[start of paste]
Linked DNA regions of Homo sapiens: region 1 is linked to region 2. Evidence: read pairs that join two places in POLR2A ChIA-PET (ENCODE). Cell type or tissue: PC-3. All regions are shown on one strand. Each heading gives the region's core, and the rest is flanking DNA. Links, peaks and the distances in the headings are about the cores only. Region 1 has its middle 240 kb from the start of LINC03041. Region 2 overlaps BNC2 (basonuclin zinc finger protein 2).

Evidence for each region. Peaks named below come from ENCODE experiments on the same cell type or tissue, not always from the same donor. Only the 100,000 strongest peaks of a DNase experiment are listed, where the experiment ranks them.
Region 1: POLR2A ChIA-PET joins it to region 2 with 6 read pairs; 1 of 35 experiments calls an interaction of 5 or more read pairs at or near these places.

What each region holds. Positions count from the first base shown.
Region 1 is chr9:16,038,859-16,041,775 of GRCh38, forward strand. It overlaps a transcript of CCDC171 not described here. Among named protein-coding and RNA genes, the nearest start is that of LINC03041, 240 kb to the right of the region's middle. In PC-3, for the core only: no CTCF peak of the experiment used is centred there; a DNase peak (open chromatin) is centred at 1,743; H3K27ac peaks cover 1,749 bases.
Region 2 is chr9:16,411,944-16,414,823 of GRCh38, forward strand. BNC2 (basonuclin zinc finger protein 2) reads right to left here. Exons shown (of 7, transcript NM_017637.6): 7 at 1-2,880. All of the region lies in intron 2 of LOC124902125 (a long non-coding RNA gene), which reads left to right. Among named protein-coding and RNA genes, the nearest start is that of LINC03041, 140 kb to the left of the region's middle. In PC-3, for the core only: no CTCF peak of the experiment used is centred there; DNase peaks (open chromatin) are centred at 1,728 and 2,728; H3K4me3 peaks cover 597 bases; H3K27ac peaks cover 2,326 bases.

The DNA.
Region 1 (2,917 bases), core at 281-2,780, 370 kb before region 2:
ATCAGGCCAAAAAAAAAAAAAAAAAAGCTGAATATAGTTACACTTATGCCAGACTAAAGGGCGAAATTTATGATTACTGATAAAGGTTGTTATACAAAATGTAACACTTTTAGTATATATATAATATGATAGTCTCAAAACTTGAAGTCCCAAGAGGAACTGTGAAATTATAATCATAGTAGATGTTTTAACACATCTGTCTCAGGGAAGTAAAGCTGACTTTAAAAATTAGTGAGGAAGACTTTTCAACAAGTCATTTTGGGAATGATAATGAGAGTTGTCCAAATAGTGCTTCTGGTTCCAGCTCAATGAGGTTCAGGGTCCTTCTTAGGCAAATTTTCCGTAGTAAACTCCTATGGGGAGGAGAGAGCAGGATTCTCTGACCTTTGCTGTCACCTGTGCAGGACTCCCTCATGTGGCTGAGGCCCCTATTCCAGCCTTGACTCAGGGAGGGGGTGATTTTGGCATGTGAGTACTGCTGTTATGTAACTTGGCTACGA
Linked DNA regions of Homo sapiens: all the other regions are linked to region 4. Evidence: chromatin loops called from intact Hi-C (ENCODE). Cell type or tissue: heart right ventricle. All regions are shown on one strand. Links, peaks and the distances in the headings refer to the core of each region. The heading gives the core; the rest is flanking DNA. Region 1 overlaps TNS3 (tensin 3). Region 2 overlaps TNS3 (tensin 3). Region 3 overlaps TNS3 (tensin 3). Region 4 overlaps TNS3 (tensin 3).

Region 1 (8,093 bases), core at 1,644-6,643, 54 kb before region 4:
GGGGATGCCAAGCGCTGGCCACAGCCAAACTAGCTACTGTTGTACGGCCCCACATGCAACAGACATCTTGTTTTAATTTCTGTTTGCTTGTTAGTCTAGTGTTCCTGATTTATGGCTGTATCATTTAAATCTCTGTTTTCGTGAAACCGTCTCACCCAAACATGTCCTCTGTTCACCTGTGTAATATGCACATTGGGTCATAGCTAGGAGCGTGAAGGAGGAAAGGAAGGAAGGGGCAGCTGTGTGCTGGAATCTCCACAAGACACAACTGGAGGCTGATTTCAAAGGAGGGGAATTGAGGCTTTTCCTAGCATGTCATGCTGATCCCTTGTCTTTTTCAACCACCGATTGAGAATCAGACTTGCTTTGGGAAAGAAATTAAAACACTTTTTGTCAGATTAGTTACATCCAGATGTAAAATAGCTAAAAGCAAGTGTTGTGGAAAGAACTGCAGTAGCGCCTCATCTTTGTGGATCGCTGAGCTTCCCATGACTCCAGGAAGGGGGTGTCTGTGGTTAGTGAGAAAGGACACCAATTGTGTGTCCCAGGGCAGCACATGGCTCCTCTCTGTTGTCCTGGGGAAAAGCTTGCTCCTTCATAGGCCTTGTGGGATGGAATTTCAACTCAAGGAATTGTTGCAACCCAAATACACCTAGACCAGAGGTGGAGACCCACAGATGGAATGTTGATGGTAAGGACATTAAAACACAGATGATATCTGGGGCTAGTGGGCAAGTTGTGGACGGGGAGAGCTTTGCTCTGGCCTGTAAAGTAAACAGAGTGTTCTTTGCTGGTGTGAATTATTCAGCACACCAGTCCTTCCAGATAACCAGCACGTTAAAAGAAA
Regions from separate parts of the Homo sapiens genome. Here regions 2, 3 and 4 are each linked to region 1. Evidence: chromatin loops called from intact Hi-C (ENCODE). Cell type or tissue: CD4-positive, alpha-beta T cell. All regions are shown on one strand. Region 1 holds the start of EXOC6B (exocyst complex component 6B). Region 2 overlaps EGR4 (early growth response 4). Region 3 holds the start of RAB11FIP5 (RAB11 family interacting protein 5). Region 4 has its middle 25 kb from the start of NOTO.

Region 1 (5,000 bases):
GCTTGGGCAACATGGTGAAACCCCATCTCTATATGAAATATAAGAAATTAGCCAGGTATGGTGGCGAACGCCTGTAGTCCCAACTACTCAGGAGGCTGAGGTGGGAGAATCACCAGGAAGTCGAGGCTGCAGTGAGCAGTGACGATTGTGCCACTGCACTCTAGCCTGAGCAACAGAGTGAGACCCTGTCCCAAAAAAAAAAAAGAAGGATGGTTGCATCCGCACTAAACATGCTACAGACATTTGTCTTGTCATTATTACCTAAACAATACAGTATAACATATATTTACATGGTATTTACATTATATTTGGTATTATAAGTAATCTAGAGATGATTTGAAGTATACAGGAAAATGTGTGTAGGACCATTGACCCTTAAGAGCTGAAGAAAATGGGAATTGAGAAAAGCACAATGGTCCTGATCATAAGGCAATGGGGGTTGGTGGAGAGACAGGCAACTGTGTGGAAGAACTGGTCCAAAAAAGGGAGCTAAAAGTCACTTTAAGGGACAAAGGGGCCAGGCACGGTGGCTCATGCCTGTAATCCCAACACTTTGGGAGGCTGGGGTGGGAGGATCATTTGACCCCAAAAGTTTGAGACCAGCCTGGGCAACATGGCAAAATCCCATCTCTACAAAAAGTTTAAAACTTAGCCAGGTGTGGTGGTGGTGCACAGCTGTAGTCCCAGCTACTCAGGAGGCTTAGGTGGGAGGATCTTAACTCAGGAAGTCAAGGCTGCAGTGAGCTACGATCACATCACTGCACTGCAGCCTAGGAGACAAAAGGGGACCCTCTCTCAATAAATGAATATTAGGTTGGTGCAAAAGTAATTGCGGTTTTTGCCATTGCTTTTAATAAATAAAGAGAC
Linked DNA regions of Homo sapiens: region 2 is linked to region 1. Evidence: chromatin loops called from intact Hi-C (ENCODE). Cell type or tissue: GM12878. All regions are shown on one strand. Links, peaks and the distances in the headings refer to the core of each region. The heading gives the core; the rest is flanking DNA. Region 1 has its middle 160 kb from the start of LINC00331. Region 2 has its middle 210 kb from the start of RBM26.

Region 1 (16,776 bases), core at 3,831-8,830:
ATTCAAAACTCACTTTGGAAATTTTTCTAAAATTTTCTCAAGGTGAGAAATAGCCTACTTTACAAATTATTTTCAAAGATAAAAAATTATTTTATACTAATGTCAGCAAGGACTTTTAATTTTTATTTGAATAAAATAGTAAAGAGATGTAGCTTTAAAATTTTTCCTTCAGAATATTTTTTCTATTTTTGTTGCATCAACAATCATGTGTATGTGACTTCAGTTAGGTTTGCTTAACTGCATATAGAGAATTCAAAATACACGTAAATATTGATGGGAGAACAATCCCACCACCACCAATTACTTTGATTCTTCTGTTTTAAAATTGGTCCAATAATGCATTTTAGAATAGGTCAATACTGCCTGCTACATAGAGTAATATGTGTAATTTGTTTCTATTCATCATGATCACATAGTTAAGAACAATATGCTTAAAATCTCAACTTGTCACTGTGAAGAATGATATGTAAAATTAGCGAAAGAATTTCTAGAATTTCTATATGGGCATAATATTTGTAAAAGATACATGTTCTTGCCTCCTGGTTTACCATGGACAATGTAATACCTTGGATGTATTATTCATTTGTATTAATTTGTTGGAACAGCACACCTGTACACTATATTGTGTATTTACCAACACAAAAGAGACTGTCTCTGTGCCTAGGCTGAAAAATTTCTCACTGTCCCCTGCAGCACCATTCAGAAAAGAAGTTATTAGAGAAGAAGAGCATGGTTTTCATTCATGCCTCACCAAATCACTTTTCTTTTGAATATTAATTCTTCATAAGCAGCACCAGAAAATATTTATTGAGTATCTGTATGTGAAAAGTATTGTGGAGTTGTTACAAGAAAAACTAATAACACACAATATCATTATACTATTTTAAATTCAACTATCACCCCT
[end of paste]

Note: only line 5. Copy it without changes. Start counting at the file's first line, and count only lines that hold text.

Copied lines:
Region 1 is chr9:16,038,859-16,041,775 of GRCh38, forward strand. It overlaps a transcript of CCDC171 not described here. Among named protein-coding and RNA genes, the nearest start is that of LINC03041, 240 kb to the right of the region's middle. In PC-3, for the core only: no CTCF peak of the experiment used is centred there; a DNase peak (open chromatin) is centred at 1,743; H3K27ac peaks cover 1,749 bases.